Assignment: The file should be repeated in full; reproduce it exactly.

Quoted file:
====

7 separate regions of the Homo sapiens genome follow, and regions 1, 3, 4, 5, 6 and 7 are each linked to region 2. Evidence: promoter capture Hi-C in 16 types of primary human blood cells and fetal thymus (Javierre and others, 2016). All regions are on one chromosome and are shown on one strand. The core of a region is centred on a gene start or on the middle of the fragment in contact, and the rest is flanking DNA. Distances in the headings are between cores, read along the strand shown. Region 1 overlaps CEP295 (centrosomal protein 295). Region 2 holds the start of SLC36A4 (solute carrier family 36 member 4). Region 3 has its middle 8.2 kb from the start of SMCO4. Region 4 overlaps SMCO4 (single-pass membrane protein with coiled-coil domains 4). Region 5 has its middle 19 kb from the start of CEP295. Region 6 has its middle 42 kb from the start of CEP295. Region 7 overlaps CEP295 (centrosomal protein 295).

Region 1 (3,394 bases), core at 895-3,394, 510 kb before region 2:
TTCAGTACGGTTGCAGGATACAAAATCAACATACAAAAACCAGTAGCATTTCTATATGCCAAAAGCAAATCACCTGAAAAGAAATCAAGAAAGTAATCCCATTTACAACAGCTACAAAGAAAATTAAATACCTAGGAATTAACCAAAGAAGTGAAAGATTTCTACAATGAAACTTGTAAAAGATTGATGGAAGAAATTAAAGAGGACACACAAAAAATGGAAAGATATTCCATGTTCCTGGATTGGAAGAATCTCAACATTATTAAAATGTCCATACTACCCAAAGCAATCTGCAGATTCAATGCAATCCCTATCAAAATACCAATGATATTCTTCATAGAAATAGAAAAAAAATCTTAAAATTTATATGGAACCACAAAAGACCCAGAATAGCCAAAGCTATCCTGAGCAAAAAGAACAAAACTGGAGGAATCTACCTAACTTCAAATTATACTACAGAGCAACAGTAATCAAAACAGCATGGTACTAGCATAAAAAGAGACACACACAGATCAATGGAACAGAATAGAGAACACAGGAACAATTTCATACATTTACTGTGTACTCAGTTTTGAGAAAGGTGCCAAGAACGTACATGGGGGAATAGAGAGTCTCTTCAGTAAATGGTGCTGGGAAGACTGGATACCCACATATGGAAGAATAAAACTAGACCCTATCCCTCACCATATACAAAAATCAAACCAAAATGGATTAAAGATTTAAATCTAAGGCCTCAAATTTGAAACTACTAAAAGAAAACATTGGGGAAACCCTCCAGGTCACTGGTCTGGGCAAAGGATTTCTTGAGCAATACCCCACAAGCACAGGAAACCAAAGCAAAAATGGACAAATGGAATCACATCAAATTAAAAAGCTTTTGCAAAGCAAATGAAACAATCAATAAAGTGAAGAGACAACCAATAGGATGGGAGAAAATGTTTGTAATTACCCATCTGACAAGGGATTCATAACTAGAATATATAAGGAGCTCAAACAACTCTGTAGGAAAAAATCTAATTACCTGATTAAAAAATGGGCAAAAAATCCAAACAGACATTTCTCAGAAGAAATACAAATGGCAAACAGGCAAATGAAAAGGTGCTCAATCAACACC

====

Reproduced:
7 separate regions of the Homo sapiens genome follow, and regions 1, 3, 4, 5, 6 and 7 are each linked to region 2. Evidence: promoter capture Hi-C in 16 types of primary human blood cells and fetal thymus (Javierre and others, 2016). All regions are on one chromosome and are shown on one strand. The core of a region is centred on a gene start or on the middle of the fragment in contact, and the rest is flanking DNA. Distances in the headings are between cores, read along the strand shown. Region 1 overlaps CEP295 (centrosomal protein 295). Region 2 holds the start of SLC36A4 (solute carrier family 36 member 4). Region 3 has its middle 8.2 kb from the start of SMCO4. Region 4 overlaps SMCO4 (single-pass membrane protein with coiled-coil domains 4). Region 5 has its middle 19 kb from the start of CEP295. Region 6 has its middle 42 kb from the start of CEP295. Region 7 overlaps CEP295 (centrosomal protein 295).

Region 1 (3,394 bases), core at 895-3,394, 510 kb before region 2:
TTCAGTACGGTTGCAGGATACAAAATCAACATACAAAAACCAGTAGCATTTCTATATGCCAAAAGCAAATCACCTGAAAAGAAATCAAGAAAGTAATCCCATTTACAACAGCTACAAAGAAAATTAAATACCTAGGAATTAACCAAAGAAGTGAAAGATTTCTACAATGAAACTTGTAAAAGATTGATGGAAGAAATTAAAGAGGACACACAAAAAATGGAAAGATATTCCATGTTCCTGGATTGGAAGAATCTCAACATTATTAAAATGTCCATACTACCCAAAGCAATCTGCAGATTCAATGCAATCCCTATCAAAATACCAATGATATTCTTCATAGAAATAGAAAAAAAATCTTAAAATTTATATGGAACCACAAAAGACCCAGAATAGCCAAAGCTATCCTGAGCAAAAAGAACAAAACTGGAGGAATCTACCTAACTTCAAATTATACTACAGAGCAACAGTAATCAAAACAGCATGGTACTAGCATAAAAAGAGACACACACAGATCAATGGAACAGAATAGAGAACACAGGAACAATTTCATACATTTACTGTGTACTCAGTTTTGAGAAAGGTGCCAAGAACGTACATGGGGGAATAGAGAGTCTCTTCAGTAAATGGTGCTGGGAAGACTGGATACCCACATATGGAAGAATAAAACTAGACCCTATCCCTCACCATATACAAAAATCAAACCAAAATGGATTAAAGATTTAAATCTAAGGCCTCAAATTTGAAACTACTAAAAGAAAACATTGGGGAAACCCTCCAGGTCACTGGTCTGGGCAAAGGATTTCTTGAGCAATACCCCACAAGCACAGGAAACCAAAGCAAAAATGGACAAATGGAATCACATCAAATTAAAAAGCTTTTGCAAAGCAAATGAAACAATCAATAAAGTGAAGAGACAACCAATAGGATGGGAGAAAATGTTTGTAATTACCCATCTGACAAGGGATTCATAACTAGAATATATAAGGAGCTCAAACAACTCTGTAGGAAAAAATCTAATTACCTGATTAAAAAATGGGCAAAAAATCCAAACAGACATTTCTCAGAAGAAATACAAATGGCAAACAGGCAAATGAAAAGGTGCTCAATCAACACC